Evolution Letters is jointly owned by the European Society of Evolutionary Biology (ESEB) and the Society for the Study of Evolution™ (SSE). For more information, visit https://mc.manuscriptcentral.com/evolutionletters or the journal's dedicated Twitter account, @EvolLetters.
-end-
About ESEB

ESEB was founded in 1987. The objectives of the Society are to "Support the study of organic evolution and the integration of those scientific fields that are concerned with evolution: molecular and microbial evolution, behavior, genetics, ecology, life histories, development, paleontology, systematics and morphology."

About SSE

The Society was founded in 1946. The objectives of the Society for the Study of EvolutionTM are the promotion of the study of organic evolution and the integration of the various fields of science concerned with evolution.

About Wiley

Wiley, a global company, helps people and organizations develop the skills and knowledge they need to succeed. Our online scientific, technical, medical, and scholarly journals, combined with our digital learning, assessment and certification solutions help universities, learned societies, businesses, governments and individuals increase the academic and professional impact of their work. For more than 200 years, we have delivered consistent performance to our stakeholders. The company's website can be accessed at http://www.wiley.com.

Wiley

Related Evolution Articles from Brightsurf:

Seeing evolution happening before your eyes
Researchers from the European Molecular Biology Laboratory in Heidelberg established an automated pipeline to create mutations in genomic enhancers that let them watch evolution unfold before their eyes.

A timeline on the evolution of reptiles
A statistical analysis of that vast database is helping scientists better understand the evolution of these cold-blooded vertebrates by contradicting a widely held theory that major transitions in evolution always happened in big, quick (geologically speaking) bursts, triggered by major environmental shifts.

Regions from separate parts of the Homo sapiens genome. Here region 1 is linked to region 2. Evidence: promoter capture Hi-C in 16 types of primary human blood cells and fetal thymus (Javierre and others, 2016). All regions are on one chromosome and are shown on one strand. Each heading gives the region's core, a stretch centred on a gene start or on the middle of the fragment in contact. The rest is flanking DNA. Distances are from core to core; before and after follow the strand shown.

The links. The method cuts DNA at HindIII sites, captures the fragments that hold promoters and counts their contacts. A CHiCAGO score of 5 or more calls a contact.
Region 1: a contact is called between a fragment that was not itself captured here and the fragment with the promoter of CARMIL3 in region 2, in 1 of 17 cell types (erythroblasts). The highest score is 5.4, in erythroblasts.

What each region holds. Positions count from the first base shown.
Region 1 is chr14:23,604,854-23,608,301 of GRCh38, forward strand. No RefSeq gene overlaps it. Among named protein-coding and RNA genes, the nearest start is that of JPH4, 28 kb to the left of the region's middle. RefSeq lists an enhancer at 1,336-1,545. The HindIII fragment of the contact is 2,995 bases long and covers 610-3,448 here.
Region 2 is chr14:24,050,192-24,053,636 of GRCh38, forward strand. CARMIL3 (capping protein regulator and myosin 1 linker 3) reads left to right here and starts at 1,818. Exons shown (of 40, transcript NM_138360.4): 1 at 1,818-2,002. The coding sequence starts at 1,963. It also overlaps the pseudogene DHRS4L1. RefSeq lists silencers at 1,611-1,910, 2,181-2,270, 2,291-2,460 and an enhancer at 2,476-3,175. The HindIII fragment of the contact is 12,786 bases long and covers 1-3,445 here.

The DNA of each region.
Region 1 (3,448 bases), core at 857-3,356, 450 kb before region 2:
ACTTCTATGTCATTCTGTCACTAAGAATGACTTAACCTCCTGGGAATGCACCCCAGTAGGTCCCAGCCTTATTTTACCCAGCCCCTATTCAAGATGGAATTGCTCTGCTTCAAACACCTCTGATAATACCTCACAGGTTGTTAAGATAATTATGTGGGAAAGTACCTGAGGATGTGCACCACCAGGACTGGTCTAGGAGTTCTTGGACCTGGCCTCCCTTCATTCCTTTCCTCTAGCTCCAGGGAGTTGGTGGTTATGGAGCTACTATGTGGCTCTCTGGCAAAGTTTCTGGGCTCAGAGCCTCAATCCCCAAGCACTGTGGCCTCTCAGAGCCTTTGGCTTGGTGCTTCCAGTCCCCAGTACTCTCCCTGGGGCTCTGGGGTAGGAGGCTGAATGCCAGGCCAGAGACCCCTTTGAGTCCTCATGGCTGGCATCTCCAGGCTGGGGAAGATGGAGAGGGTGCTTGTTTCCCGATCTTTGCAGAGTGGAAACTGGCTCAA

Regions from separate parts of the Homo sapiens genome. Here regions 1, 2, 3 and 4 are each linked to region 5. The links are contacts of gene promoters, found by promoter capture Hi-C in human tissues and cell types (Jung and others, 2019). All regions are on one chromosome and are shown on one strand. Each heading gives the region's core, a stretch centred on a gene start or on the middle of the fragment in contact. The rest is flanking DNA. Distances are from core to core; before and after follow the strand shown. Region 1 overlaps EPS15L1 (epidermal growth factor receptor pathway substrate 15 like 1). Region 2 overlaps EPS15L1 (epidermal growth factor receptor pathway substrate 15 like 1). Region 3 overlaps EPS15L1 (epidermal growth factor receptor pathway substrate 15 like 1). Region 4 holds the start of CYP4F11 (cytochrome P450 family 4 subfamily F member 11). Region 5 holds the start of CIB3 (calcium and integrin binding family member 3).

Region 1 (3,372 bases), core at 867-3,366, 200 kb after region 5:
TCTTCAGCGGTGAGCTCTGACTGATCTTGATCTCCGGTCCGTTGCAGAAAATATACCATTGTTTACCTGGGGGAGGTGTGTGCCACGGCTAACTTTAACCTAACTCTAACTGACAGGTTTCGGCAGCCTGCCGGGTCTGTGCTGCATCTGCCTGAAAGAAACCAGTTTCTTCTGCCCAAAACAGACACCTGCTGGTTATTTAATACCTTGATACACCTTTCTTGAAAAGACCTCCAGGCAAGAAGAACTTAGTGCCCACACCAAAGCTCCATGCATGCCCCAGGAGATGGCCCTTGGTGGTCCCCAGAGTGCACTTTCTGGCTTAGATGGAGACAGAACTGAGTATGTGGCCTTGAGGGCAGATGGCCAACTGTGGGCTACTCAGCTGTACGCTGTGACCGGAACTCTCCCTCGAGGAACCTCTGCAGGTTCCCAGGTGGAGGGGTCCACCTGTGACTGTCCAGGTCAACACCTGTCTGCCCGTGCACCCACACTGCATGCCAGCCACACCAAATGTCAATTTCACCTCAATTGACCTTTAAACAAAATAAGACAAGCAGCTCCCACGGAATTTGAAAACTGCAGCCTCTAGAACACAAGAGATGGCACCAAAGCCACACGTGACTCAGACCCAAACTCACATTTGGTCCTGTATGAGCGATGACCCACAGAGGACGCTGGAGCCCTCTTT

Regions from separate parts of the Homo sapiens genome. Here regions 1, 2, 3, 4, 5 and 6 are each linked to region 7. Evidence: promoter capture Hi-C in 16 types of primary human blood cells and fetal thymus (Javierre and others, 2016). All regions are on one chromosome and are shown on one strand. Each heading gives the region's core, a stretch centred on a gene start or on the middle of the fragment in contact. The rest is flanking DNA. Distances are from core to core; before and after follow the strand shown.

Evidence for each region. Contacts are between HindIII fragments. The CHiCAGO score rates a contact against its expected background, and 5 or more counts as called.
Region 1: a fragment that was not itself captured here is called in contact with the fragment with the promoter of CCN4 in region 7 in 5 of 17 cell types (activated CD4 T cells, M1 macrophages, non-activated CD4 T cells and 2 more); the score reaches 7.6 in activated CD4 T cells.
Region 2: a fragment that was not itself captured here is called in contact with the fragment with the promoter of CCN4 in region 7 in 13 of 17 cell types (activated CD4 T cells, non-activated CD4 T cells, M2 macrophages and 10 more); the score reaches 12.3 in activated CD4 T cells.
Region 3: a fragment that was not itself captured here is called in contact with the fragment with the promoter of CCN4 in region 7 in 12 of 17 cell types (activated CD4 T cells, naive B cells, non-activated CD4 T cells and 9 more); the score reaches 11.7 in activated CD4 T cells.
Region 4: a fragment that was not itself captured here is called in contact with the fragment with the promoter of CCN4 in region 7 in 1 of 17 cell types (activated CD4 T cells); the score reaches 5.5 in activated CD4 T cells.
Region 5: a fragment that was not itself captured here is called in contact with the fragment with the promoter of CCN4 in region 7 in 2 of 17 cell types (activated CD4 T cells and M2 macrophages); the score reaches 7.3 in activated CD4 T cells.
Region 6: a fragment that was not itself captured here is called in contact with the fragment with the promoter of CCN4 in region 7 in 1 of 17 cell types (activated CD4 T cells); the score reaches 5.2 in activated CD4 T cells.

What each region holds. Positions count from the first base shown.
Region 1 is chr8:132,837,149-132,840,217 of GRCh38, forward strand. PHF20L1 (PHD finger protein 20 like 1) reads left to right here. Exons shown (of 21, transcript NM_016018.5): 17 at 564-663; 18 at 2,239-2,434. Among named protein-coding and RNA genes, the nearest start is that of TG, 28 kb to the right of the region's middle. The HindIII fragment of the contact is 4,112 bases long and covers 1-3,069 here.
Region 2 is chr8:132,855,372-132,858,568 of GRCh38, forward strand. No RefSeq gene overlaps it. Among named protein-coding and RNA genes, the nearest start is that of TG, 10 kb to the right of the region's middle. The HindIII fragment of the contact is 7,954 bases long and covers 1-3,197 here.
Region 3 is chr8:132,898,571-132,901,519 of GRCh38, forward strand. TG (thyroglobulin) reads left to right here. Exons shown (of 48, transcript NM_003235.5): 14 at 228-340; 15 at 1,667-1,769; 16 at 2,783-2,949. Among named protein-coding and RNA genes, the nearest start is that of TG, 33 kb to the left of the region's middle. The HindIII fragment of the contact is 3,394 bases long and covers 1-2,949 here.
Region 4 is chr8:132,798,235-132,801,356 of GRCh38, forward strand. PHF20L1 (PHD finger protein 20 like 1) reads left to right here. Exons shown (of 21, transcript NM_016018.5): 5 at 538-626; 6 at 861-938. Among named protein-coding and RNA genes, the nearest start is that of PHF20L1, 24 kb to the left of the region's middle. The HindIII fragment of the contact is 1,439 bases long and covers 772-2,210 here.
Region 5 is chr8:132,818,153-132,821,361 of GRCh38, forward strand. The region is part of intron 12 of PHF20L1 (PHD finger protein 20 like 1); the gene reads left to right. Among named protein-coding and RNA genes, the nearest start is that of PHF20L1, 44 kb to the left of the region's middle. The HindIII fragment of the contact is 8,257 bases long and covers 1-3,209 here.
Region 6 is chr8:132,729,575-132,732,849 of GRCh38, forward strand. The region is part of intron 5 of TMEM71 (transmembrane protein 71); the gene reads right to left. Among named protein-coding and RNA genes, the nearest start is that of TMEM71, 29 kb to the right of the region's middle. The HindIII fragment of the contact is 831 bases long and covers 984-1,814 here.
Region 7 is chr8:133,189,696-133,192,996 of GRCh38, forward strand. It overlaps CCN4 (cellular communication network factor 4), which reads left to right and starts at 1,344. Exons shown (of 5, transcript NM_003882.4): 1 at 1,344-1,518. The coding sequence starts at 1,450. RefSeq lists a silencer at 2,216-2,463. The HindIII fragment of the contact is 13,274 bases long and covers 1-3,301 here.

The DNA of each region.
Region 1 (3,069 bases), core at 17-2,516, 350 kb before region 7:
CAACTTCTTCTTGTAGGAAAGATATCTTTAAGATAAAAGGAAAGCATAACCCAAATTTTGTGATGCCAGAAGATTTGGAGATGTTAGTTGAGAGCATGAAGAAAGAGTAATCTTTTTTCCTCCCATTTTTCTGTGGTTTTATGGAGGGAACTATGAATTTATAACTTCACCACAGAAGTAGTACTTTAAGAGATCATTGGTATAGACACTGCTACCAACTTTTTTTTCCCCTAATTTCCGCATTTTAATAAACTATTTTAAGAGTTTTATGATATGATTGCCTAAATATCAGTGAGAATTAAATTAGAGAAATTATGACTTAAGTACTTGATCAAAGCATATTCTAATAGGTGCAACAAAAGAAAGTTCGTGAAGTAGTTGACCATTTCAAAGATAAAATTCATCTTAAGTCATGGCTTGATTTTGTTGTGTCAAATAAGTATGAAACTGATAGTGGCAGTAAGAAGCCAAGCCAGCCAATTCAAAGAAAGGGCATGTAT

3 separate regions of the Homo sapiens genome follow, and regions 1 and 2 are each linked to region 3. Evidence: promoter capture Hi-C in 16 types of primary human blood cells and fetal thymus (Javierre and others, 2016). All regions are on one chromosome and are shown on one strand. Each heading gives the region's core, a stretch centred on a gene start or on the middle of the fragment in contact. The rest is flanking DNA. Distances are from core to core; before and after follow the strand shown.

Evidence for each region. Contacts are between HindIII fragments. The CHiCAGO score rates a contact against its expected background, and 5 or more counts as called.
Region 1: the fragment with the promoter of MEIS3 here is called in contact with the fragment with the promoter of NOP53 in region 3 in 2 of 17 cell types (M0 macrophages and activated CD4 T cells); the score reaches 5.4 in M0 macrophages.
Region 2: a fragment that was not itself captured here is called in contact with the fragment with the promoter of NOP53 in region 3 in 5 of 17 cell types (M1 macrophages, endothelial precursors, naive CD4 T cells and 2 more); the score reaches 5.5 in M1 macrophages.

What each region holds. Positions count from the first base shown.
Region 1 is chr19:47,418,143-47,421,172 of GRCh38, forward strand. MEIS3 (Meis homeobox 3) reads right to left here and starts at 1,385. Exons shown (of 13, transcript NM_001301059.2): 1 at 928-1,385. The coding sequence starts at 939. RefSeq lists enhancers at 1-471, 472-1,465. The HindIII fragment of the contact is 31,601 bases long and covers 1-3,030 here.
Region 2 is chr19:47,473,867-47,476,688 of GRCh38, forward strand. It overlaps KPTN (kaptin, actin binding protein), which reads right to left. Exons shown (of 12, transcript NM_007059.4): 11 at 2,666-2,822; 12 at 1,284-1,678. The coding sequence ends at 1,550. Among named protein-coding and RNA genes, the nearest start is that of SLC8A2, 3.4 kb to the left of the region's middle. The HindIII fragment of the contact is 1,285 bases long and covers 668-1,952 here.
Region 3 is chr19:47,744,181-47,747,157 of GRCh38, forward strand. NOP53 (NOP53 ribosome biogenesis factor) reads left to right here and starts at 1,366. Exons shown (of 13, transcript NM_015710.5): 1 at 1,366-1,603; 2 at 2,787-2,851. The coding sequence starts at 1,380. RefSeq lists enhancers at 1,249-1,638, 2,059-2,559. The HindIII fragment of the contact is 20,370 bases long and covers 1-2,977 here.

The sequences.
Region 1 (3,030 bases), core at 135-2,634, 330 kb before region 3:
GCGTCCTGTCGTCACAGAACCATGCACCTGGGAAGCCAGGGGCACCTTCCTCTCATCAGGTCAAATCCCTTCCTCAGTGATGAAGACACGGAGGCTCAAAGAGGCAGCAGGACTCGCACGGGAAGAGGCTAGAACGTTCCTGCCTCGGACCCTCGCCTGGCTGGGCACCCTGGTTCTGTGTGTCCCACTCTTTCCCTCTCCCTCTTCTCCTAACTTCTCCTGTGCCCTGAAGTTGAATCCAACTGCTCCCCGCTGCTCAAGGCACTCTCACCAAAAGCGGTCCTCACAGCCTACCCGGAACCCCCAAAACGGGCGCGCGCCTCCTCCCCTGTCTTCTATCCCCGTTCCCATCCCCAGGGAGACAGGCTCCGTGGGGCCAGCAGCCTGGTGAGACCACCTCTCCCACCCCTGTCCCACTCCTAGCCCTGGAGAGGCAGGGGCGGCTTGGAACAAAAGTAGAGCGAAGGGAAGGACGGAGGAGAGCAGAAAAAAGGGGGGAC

Looking at evolution's genealogy from home
Evolution leaves its traces in particular in genomes. A team headed by Dr.

How boundaries become bridges in evolution
The mechanisms that make organisms locally fit and those responsible for change are distinct and occur sequentially in evolution.

Genome evolution goes digital
Dr. Alan Herbert from InsideOutBio describes ground-breaking research in a paper published online by Royal Society Open Science.

Paleontology: Experiments in evolution
A new find from Patagonia sheds light on the evolution of large predatory dinosaurs.

A window into evolution
The C4 cycle supercharges photosynthesis and evolved independently more than 62 times.

Is evolution predictable?
An international team of scientists working with Heliconius butterflies at the Smithsonian Tropical Research Institute (STRI) in Panama was faced with a mystery: how do pairs of unrelated butterflies from Peru to Costa Rica evolve nearly the same wing-color patterns over and over again?

Predicting evolution
A new method of 're-barcoding' DNA allows scientists to track rapid evolution in yeast.

Insect evolution: Insect evolution
Scientists at Ludwig-Maximilians-Universitaet (LMU) in Munich have shown that the incidence of midge and fly larvae in amber is far higher than previously thought.

Read More: Evolution News and Evolution Current Events
Brightsurf.com is a participant in the Amazon Services LLC Associates Program, an affiliate advertising program designed to provide a means for sites to earn advertising fees by advertising and linking to Amazon.com.